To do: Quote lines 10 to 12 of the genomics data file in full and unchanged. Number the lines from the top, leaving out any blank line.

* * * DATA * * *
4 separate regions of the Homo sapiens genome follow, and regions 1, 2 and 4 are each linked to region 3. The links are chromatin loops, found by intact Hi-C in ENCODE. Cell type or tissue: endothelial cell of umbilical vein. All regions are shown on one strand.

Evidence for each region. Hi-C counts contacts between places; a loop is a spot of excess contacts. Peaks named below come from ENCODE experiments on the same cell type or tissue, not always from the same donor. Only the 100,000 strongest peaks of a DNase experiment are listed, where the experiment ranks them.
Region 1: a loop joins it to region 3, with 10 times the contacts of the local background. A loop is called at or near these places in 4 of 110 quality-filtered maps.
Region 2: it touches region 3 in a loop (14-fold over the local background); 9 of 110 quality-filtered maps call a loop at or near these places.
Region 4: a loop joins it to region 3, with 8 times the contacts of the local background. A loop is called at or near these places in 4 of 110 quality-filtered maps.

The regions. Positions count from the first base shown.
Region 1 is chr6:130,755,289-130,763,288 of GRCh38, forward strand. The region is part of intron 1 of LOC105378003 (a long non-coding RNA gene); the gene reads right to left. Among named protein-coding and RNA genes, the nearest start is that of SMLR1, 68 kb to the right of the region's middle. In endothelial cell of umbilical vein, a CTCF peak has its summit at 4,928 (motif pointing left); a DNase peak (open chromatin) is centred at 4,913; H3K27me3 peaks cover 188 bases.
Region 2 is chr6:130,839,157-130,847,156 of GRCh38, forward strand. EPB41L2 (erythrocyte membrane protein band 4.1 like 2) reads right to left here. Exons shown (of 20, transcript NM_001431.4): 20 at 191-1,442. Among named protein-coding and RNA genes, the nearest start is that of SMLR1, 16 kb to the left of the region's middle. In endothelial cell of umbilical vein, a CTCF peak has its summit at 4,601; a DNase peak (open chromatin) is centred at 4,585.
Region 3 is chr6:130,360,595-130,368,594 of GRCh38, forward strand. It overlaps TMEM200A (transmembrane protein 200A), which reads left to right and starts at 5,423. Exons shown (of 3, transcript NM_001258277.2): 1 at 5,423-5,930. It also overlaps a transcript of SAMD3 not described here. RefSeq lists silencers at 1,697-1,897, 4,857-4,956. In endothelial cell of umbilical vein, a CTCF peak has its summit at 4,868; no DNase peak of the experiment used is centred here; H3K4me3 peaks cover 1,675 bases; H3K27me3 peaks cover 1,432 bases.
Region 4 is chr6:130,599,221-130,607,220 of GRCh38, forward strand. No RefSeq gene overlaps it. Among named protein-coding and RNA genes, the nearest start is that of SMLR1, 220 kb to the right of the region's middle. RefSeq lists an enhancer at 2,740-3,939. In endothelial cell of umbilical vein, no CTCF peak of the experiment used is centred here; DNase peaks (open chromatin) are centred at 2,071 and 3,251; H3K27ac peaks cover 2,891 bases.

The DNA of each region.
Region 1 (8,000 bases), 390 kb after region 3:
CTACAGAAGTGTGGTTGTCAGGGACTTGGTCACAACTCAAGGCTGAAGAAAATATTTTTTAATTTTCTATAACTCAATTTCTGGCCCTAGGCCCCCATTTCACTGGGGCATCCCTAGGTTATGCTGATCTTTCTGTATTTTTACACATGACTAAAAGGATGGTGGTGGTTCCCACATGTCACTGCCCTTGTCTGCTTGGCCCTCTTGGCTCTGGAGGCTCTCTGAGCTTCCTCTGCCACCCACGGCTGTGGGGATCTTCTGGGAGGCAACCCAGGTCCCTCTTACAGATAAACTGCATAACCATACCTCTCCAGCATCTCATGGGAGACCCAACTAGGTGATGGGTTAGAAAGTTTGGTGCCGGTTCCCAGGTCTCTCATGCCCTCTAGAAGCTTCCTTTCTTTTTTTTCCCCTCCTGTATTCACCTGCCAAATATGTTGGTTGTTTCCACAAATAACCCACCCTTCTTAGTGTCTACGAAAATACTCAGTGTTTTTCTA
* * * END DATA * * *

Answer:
Region 4 is chr6:130,599,221-130,607,220 of GRCh38, forward strand. No RefSeq gene overlaps it. Among named protein-coding and RNA genes, the nearest start is that of SMLR1, 220 kb to the right of the region's middle. RefSeq lists an enhancer at 2,740-3,939. In endothelial cell of umbilical vein, no CTCF peak of the experiment used is centred here; DNase peaks (open chromatin) are centred at 2,071 and 3,251; H3K27ac peaks cover 2,891 bases.

The DNA of each region.
Region 1 (8,000 bases), 390 kb after region 3: